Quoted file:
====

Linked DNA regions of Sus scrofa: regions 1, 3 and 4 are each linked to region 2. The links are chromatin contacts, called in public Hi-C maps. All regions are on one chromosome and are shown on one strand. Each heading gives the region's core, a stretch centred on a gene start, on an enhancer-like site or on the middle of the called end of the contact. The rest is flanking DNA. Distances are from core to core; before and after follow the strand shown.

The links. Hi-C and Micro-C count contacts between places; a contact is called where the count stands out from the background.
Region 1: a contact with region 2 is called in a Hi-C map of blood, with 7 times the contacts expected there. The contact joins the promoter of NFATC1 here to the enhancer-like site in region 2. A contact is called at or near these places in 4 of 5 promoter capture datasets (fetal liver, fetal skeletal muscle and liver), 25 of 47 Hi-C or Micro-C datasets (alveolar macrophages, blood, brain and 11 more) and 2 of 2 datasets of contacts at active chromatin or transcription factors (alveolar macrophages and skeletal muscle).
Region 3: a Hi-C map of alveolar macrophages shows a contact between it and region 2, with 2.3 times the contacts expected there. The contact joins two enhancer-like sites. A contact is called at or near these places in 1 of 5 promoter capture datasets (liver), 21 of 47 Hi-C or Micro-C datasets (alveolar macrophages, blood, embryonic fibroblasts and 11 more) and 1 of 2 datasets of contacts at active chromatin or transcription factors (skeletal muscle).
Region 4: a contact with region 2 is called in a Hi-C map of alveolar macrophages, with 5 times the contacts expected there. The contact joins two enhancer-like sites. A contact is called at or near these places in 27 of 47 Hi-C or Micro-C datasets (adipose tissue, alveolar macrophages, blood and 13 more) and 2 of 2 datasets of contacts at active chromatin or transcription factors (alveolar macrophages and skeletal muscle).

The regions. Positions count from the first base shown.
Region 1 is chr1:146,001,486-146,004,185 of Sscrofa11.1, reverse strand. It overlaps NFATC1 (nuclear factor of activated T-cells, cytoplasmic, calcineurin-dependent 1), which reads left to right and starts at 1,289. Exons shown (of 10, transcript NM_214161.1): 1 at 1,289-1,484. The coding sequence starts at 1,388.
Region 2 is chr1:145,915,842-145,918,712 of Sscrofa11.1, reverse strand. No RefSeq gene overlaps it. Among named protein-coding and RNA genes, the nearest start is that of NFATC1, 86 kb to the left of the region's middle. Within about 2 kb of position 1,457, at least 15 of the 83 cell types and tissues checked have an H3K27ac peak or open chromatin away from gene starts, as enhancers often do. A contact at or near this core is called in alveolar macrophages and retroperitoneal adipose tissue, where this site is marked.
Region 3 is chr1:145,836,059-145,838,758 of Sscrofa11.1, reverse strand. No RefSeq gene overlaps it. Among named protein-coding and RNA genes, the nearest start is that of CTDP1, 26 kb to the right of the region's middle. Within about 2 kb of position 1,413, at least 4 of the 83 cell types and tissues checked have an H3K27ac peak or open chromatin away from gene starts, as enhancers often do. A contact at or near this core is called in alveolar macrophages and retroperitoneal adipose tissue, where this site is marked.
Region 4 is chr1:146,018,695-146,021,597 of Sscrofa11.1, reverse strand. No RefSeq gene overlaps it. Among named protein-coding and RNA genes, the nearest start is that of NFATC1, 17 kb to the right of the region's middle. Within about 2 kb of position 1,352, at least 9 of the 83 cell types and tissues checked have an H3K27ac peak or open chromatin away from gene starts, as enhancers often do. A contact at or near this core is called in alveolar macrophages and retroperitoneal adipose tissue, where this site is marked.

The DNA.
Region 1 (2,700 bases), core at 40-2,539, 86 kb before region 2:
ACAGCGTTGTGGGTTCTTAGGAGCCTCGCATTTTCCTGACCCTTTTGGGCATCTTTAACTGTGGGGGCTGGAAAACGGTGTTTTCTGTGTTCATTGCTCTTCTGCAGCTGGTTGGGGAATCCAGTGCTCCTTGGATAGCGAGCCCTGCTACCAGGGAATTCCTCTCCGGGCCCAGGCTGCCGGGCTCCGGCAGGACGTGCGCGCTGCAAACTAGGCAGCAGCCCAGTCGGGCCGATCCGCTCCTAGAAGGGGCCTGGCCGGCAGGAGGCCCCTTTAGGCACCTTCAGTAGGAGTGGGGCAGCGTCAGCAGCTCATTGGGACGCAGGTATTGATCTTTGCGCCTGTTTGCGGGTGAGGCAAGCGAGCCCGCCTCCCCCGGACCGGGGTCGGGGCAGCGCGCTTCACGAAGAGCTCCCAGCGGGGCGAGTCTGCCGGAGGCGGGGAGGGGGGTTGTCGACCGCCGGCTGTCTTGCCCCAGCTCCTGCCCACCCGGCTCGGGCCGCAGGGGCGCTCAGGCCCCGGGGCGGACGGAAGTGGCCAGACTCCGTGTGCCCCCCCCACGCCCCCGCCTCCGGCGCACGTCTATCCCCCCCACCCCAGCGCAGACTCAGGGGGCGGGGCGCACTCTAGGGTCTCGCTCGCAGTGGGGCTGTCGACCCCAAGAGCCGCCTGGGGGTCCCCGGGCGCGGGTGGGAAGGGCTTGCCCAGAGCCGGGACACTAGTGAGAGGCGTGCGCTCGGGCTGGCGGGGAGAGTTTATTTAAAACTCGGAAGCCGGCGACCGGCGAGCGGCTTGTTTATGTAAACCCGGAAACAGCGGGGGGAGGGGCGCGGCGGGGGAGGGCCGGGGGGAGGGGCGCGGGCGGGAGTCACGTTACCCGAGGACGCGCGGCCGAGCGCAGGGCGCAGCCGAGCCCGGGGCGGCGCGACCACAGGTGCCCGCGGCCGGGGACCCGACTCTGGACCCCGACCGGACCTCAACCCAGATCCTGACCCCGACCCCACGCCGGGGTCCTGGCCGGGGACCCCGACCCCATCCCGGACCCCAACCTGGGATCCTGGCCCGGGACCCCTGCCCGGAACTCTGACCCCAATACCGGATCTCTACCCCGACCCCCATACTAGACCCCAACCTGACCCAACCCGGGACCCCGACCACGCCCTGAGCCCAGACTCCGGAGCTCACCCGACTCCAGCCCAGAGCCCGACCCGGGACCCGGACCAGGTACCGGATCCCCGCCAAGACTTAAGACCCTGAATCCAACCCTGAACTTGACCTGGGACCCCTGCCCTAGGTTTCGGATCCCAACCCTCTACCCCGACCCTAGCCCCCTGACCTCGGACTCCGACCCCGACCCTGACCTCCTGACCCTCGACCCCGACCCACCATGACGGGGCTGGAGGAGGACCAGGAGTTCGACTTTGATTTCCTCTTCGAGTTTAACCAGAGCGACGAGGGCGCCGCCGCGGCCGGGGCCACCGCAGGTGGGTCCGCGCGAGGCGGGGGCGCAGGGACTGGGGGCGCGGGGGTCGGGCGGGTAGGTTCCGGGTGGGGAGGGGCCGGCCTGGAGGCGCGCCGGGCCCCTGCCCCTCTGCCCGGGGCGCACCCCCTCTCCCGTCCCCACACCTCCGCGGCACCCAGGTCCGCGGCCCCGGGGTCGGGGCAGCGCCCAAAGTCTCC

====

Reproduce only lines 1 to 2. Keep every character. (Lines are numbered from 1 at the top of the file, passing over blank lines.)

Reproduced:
Linked DNA regions of Sus scrofa: regions 1, 3 and 4 are each linked to region 2. The links are chromatin contacts, called in public Hi-C maps. All regions are on one chromosome and are shown on one strand. Each heading gives the region's core, a stretch centred on a gene start, on an enhancer-like site or on the middle of the called end of the contact. The rest is flanking DNA. Distances are from core to core; before and after follow the strand shown.

The links. Hi-C and Micro-C count contacts between places; a contact is called where the count stands out from the background.